The inner lives of Aunt Ester, Citizen Barlow, Solly Two Kings and Caesar are spelled out in the monologues Wilson "heard", punctuated by plot points that seem almost incidental. They are played out agains Greek chorus of the mysterious Eli, Black Mary who grow in strength and the white peddler Rutherford Selig who is their friend.
Sometimes the toasts and elegies sound too self-consciously composed, but Wilson has never written solely naturalistic plays. It's as if he were translating what the characters say and feel into his own language.
There is one glaring anachronism but it's so funny and so much of a piece with the other elements stitched into the warp and woof of this work that I wouldn't do without it. Audiences and critics who insist on works that conform to the standard of a well-made play miss much of the uniqueness of this true artist. August Wilson is one of the few playwrights who is allowed to get away with his form and, if he wasn't, he would do it anyway, just as he always has.
Marion McClinton, who has taken over the directing reins of Wilson's plays from Lloyd Richards, brings out the humanity and the drama in Gem. The script is treated to a first rate cast by the Taper, beginning with the astonishing performance of Phylicia Rashad as Aunt Ester. Last seen by this writer playing a glamorous lady of an interesting age at The Pasadena Playhouse, Rashad plays the timeless mythical matriarch with a shrewd attentiveness to her earthy sense of humor and her pain.
Anthony Chisholm brings all the compassion and dedication of an avenging angel to the scruffy Solly Two Kings. Peter Francis James' blazing eyes and sword-stiff back express the tortured soul within the aspiring Caesar in a performance that is never less than crisp and electric. John Earl Jelks finds the confusion and poignance in the boy Citizen Barlow and his clumsy attempt at a love scene with Black Mary, forcefully played by Yvette Ganier, is uproarious. When Black Mary came up and talked to August Wilson, she told it like it is and Ganier listened. Al White brings dignity and strength to the enigmatic Eli and Raynor Scheine is pitch perfect as the peddler Rutherford Selig.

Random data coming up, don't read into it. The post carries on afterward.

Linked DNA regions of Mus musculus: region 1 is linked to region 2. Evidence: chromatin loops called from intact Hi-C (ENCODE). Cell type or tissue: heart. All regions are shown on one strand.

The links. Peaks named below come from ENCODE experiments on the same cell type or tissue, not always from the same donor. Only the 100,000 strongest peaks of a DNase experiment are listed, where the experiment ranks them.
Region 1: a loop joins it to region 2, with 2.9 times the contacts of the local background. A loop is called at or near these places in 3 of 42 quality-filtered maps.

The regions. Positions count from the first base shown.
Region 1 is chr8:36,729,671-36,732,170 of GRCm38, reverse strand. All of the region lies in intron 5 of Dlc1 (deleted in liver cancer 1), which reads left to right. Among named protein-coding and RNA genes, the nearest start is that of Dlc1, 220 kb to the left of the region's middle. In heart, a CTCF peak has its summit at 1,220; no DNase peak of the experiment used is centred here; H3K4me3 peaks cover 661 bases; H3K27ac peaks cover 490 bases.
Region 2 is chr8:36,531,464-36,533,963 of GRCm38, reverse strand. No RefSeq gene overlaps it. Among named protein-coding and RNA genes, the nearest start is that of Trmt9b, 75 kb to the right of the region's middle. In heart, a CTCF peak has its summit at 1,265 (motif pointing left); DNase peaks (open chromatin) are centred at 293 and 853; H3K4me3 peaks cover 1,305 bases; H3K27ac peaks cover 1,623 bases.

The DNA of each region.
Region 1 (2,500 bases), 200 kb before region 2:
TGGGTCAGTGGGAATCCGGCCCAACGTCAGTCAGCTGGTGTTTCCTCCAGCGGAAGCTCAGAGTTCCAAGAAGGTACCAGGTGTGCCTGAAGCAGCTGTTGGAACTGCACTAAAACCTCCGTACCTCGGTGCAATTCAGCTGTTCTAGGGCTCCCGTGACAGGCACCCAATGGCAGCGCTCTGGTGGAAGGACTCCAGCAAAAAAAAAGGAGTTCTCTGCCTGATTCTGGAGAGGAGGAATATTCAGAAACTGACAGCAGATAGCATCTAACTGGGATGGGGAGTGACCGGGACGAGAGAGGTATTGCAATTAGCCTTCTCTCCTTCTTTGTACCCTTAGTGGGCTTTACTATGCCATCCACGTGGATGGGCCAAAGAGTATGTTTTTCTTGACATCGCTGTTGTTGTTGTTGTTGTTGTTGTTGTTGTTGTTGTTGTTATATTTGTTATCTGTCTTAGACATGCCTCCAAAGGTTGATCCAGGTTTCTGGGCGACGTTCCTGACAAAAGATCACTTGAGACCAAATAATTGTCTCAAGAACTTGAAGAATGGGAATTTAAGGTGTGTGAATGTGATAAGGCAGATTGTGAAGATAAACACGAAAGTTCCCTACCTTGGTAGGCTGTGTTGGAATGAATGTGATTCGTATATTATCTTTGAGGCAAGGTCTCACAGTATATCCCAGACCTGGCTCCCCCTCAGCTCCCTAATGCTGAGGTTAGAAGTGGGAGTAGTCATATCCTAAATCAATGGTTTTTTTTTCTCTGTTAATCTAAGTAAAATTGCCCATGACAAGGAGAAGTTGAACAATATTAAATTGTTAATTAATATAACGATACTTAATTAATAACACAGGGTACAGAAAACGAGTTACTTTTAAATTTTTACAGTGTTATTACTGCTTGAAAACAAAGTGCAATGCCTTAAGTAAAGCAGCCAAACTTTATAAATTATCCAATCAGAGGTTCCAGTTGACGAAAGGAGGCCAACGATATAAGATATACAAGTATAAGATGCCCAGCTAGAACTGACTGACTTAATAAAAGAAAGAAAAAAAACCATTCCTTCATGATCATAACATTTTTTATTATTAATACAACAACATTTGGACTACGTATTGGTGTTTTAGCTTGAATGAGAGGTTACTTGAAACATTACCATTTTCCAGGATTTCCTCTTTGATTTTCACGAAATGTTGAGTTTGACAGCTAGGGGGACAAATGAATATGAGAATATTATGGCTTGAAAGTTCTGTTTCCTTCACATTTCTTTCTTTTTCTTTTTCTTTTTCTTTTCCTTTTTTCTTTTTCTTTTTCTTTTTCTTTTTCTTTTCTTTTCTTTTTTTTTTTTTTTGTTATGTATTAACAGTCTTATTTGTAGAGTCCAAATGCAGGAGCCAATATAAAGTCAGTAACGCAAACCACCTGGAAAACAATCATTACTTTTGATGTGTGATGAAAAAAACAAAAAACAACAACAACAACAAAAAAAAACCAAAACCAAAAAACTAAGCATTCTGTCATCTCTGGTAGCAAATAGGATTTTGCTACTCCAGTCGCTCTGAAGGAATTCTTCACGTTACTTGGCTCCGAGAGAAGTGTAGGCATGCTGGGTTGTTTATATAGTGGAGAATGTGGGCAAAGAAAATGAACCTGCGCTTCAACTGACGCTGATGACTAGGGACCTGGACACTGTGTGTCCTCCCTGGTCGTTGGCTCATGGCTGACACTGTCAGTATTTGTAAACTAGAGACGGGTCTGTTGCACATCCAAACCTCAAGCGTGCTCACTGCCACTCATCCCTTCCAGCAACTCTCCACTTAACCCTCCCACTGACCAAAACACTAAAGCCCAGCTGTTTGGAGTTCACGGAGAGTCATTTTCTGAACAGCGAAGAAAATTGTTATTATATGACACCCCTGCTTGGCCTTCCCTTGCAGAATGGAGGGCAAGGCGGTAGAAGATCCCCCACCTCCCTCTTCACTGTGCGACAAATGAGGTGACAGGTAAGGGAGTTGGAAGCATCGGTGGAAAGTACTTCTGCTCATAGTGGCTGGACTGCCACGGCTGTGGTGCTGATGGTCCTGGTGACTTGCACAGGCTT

Constanza Romero's costumes are vivid and accurate, with a perception of detail that says as much about the characters as their lines. One example is the Napoleonic hat she puts on Solly Two Shoes' battered head. Donald Holder's candle-lit lighting design reflects the play's twin themes of mystery and illumination and his contribution to the City of Bones séance, complemented by Dan Moses Schreier's sound design, is potent. With one play left to go in his picture of the 20th century life of African-Americans, August Wilson has heard echoes of some of this play's interesting voices, has an idea of the time it will take him to write the next play. However, as usual at this stage of the game, he is wide open to mystery.
GEM OF THE OCEAN
Playwright: August Wilson
Director: Marion McClinton
Cast: Anthony Chisholm (Solly Two Kings), Yvette Ganier (Black Mary), Peter Francis James (Caesar), John Earl Jelkes (Citizen Barlow), Phylicia Rashad (Aunt Ester), Raynor Scheine (Rutherford Selig), Al White (Eli).
Set Design: David Gallo
Lighting Design: Donald Holder
Costume Design: Constanza Romero
Sound Design: Dan Moses Schreier
Music Composed and Arranged by Kathryn Bostic
Running Time: Three hours with one 15-minute inermission
Running Dates: July 20-September 7, 2003
Where: Mark Taper Forum, 135 N. Grand Ave., Los Angeles, Ph: (213) 628-2772
Reviewed by Laura Hitchcock on July 30, 2003.